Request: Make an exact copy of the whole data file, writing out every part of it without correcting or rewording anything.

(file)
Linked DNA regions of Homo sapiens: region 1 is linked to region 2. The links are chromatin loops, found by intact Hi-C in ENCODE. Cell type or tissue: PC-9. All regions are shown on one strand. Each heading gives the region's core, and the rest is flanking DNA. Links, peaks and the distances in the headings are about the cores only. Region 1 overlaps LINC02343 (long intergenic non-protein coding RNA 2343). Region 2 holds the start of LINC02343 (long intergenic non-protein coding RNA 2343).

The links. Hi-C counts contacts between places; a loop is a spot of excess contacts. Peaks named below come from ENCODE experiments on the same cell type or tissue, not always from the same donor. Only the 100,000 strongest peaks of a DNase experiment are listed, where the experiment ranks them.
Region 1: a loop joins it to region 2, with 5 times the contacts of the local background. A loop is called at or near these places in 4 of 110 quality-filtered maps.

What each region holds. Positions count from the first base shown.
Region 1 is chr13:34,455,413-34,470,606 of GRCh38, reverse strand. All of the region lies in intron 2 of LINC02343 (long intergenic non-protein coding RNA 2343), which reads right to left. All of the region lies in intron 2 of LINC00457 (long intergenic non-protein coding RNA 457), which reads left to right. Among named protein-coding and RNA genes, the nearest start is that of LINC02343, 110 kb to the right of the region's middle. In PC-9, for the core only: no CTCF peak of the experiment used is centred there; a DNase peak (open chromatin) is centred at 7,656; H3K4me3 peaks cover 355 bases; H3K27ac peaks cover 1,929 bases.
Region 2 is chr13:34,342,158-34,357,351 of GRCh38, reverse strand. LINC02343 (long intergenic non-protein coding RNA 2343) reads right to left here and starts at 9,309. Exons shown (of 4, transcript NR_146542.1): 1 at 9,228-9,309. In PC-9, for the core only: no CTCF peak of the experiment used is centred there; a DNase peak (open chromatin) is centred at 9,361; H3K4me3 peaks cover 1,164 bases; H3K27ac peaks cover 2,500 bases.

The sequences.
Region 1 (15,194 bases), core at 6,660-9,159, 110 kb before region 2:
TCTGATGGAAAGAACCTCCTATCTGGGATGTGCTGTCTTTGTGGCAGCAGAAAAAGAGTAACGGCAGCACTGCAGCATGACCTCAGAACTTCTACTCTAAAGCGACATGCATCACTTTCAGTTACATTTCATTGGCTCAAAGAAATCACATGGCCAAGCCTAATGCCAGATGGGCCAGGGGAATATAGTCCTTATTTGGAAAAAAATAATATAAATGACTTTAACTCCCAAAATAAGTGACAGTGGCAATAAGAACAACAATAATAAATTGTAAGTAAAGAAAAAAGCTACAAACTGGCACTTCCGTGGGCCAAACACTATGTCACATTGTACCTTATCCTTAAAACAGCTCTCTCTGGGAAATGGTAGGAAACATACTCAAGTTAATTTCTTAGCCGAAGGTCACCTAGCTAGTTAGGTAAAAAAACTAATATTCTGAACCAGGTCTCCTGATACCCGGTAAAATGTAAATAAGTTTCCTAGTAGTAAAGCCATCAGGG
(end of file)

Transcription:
Linked DNA regions of Homo sapiens: region 1 is linked to region 2. The links are chromatin loops, found by intact Hi-C in ENCODE. Cell type or tissue: PC-9. All regions are shown on one strand. Each heading gives the region's core, and the rest is flanking DNA. Links, peaks and the distances in the headings are about the cores only. Region 1 overlaps LINC02343 (long intergenic non-protein coding RNA 2343). Region 2 holds the start of LINC02343 (long intergenic non-protein coding RNA 2343).

The links. Hi-C counts contacts between places; a loop is a spot of excess contacts. Peaks named below come from ENCODE experiments on the same cell type or tissue, not always from the same donor. Only the 100,000 strongest peaks of a DNase experiment are listed, where the experiment ranks them.
Region 1: a loop joins it to region 2, with 5 times the contacts of the local background. A loop is called at or near these places in 4 of 110 quality-filtered maps.

What each region holds. Positions count from the first base shown.
Region 1 is chr13:34,455,413-34,470,606 of GRCh38, reverse strand. All of the region lies in intron 2 of LINC02343 (long intergenic non-protein coding RNA 2343), which reads right to left. All of the region lies in intron 2 of LINC00457 (long intergenic non-protein coding RNA 457), which reads left to right. Among named protein-coding and RNA genes, the nearest start is that of LINC02343, 110 kb to the right of the region's middle. In PC-9, for the core only: no CTCF peak of the experiment used is centred there; a DNase peak (open chromatin) is centred at 7,656; H3K4me3 peaks cover 355 bases; H3K27ac peaks cover 1,929 bases.
Region 2 is chr13:34,342,158-34,357,351 of GRCh38, reverse strand. LINC02343 (long intergenic non-protein coding RNA 2343) reads right to left here and starts at 9,309. Exons shown (of 4, transcript NR_146542.1): 1 at 9,228-9,309. In PC-9, for the core only: no CTCF peak of the experiment used is centred there; a DNase peak (open chromatin) is centred at 9,361; H3K4me3 peaks cover 1,164 bases; H3K27ac peaks cover 2,500 bases.

The sequences.
Region 1 (15,194 bases), core at 6,660-9,159, 110 kb before region 2:
TCTGATGGAAAGAACCTCCTATCTGGGATGTGCTGTCTTTGTGGCAGCAGAAAAAGAGTAACGGCAGCACTGCAGCATGACCTCAGAACTTCTACTCTAAAGCGACATGCATCACTTTCAGTTACATTTCATTGGCTCAAAGAAATCACATGGCCAAGCCTAATGCCAGATGGGCCAGGGGAATATAGTCCTTATTTGGAAAAAAATAATATAAATGACTTTAACTCCCAAAATAAGTGACAGTGGCAATAAGAACAACAATAATAAATTGTAAGTAAAGAAAAAAGCTACAAACTGGCACTTCCGTGGGCCAAACACTATGTCACATTGTACCTTATCCTTAAAACAGCTCTCTCTGGGAAATGGTAGGAAACATACTCAAGTTAATTTCTTAGCCGAAGGTCACCTAGCTAGTTAGGTAAAAAAACTAATATTCTGAACCAGGTCTCCTGATACCCGGTAAAATGTAAATAAGTTTCCTAGTAGTAAAGCCATCAGGG